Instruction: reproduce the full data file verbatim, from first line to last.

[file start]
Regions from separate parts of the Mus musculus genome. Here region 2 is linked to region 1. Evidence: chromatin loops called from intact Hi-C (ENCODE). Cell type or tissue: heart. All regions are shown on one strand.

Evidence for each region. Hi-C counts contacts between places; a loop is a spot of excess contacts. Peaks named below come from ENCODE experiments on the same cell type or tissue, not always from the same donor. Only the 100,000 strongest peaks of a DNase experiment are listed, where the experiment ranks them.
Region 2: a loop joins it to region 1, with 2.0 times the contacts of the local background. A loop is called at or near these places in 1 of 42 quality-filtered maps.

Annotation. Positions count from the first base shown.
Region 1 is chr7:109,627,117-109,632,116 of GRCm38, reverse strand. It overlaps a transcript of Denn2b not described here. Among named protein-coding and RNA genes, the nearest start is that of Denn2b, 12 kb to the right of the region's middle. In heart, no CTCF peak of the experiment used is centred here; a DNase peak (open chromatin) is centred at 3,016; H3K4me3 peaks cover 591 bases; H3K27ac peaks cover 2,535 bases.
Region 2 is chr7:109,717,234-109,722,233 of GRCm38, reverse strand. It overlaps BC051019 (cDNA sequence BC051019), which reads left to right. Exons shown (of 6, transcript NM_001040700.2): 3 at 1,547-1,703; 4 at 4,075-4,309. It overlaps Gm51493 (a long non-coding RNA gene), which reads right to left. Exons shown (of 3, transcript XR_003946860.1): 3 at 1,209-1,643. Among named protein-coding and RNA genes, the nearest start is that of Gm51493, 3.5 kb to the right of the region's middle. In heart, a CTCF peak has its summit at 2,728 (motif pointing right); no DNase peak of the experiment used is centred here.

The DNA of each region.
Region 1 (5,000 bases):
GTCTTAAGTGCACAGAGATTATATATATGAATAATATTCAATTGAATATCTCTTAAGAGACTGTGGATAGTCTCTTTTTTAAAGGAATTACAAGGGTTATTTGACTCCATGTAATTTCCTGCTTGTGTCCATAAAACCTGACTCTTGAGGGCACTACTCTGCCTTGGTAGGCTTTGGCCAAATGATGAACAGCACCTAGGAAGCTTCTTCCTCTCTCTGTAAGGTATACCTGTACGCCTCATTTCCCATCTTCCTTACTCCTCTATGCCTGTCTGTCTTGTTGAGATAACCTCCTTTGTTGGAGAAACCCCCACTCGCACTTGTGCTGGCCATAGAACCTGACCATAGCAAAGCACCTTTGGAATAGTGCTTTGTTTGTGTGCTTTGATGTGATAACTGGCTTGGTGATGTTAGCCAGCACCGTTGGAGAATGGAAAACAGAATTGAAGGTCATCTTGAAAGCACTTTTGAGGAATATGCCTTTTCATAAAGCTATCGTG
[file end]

Regions from separate parts of the Mus musculus genome. Here region 2 is linked to region 1. Evidence: chromatin loops called from intact Hi-C (ENCODE). Cell type or tissue: heart. All regions are shown on one strand.

Evidence for each region. Hi-C counts contacts between places; a loop is a spot of excess contacts. Peaks named below come from ENCODE experiments on the same cell type or tissue, not always from the same donor. Only the 100,000 strongest peaks of a DNase experiment are listed, where the experiment ranks them.
Region 2: a loop joins it to region 1, with 2.0 times the contacts of the local background. A loop is called at or near these places in 1 of 42 quality-filtered maps.

Annotation. Positions count from the first base shown.
Region 1 is chr7:109,627,117-109,632,116 of GRCm38, reverse strand. It overlaps a transcript of Denn2b not described here. Among named protein-coding and RNA genes, the nearest start is that of Denn2b, 12 kb to the right of the region's middle. In heart, no CTCF peak of the experiment used is centred here; a DNase peak (open chromatin) is centred at 3,016; H3K4me3 peaks cover 591 bases; H3K27ac peaks cover 2,535 bases.
Region 2 is chr7:109,717,234-109,722,233 of GRCm38, reverse strand. It overlaps BC051019 (cDNA sequence BC051019), which reads left to right. Exons shown (of 6, transcript NM_001040700.2): 3 at 1,547-1,703; 4 at 4,075-4,309. It overlaps Gm51493 (a long non-coding RNA gene), which reads right to left. Exons shown (of 3, transcript XR_003946860.1): 3 at 1,209-1,643. Among named protein-coding and RNA genes, the nearest start is that of Gm51493, 3.5 kb to the right of the region's middle. In heart, a CTCF peak has its summit at 2,728 (motif pointing right); no DNase peak of the experiment used is centred here.

The DNA of each region.
Region 1 (5,000 bases):
GTCTTAAGTGCACAGAGATTATATATATGAATAATATTCAATTGAATATCTCTTAAGAGACTGTGGATAGTCTCTTTTTTAAAGGAATTACAAGGGTTATTTGACTCCATGTAATTTCCTGCTTGTGTCCATAAAACCTGACTCTTGAGGGCACTACTCTGCCTTGGTAGGCTTTGGCCAAATGATGAACAGCACCTAGGAAGCTTCTTCCTCTCTCTGTAAGGTATACCTGTACGCCTCATTTCCCATCTTCCTTACTCCTCTATGCCTGTCTGTCTTGTTGAGATAACCTCCTTTGTTGGAGAAACCCCCACTCGCACTTGTGCTGGCCATAGAACCTGACCATAGCAAAGCACCTTTGGAATAGTGCTTTGTTTGTGTGCTTTGATGTGATAACTGGCTTGGTGATGTTAGCCAGCACCGTTGGAGAATGGAAAACAGAATTGAAGGTCATCTTGAAAGCACTTTTGAGGAATATGCCTTTTCATAAAGCTATCGTG